Behind the greeting/check-in table was a small tent where all the preparation and assembly of passed foods was taking place, almost out of sight but still right there. Above it on the small hill was a portable wood-fired oven from Pizzeria Posto, making its local debut as it fired up for the first time and began sending out thin pizzas, perfectly baked. An old rowboat even farther up the hill was filled with ice and kept an endless supply of Island Creek oysters cold while they were being shucked.
At the head of the hill were four “bars”—which immediately drew guests through the whole layout, coaxing them to look around and to mingle while they searched for something cool on this warm night. The main bar was hosted by Bob McCoy, bar manager at the Island Creek Oyster Bar, who had created a special cocktail for the party. Called Ilene’s Dream, it was summery, refreshing and potent, incorporating local spirits Knockabout Gin from Ryan & Wood, St. Germain liqueur (a corporate sponsor of Edible Communities), plus a housemade strawberry-infused vermouth. Beer was at another table, wines at another and water and sodas at the fourth table—all made locally, of course.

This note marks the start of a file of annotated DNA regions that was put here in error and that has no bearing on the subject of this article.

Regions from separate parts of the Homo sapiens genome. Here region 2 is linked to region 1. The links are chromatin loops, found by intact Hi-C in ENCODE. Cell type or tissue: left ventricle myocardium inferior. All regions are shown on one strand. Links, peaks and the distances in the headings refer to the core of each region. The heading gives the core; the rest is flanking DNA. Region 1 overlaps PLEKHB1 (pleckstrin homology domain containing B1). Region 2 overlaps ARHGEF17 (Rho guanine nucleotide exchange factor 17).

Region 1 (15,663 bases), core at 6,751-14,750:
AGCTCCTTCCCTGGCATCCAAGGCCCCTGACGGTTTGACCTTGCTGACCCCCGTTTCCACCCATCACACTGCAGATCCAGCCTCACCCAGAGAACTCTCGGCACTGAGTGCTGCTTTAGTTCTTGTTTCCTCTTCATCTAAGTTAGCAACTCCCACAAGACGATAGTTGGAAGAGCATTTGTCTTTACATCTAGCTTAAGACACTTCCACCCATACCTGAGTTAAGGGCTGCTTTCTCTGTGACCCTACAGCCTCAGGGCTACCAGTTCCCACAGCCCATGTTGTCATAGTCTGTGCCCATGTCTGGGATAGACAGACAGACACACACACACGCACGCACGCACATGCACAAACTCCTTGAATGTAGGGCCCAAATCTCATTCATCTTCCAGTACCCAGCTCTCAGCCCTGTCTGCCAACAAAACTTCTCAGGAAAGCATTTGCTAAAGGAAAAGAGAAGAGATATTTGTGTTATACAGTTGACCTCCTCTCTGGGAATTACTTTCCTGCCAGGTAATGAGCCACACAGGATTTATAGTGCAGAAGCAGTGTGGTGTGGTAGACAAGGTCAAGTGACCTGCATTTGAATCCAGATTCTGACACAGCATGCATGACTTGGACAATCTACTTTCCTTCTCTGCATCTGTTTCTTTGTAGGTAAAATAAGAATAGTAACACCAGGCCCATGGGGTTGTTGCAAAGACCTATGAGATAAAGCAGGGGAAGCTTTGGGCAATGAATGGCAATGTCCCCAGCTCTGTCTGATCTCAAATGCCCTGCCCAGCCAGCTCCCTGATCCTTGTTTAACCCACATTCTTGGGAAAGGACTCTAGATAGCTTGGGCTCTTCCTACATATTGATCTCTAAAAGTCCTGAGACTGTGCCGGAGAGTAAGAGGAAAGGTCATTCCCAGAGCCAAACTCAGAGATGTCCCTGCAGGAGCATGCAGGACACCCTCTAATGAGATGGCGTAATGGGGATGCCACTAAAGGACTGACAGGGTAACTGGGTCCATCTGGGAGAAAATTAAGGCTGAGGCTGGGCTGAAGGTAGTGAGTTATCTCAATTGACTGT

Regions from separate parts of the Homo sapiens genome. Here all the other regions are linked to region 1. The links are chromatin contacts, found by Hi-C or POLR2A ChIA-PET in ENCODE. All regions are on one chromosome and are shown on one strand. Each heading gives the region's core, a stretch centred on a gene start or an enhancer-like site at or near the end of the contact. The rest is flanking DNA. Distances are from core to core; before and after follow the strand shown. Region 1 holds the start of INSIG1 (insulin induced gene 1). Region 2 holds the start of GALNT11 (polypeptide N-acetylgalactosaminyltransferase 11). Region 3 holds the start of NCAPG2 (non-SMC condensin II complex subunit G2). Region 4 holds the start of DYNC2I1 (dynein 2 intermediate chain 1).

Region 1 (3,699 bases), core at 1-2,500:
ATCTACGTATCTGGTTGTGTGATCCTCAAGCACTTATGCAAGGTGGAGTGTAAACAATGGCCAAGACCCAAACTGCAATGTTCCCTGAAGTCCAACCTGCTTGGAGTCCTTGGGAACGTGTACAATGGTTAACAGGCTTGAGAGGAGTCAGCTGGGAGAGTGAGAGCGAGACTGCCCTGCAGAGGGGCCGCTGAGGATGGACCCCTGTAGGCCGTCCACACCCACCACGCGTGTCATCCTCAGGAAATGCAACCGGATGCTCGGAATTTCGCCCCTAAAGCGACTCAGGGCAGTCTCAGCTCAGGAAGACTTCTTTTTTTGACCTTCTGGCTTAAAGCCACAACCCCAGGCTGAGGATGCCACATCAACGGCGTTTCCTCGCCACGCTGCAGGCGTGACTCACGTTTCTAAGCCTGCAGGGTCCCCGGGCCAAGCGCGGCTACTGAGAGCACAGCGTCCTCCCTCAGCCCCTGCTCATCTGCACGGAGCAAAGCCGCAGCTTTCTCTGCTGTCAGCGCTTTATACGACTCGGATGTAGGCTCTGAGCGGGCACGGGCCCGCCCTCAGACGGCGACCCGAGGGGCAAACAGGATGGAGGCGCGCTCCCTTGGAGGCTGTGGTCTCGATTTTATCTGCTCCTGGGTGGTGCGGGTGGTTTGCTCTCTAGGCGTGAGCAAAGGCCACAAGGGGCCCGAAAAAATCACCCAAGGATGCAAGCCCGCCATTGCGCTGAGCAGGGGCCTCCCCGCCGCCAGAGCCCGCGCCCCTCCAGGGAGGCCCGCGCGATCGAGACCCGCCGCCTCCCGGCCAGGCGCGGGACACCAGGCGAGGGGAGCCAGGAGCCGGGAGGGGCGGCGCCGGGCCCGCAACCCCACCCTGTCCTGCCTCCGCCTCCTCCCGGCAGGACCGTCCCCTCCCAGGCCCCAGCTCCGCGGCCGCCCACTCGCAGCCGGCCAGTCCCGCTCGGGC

The whole event was akin to a jigsaw puzzle—keeping everything local and getting materials to the necessary participants really replicated the dilemma of the whole farm-to-table and artisanal food movement—the biggest of which, after cost, is distribution. How does the meticulous bartender get local strawberries to make his own fruited vermouth? Well, in the case of this party, it was this writer who went to Verrill Farm for three quarts of just-picked juicy berries and brought them into Boston one evening to the Island Creek Oyster Bar so the bartender could begin the elaborate process.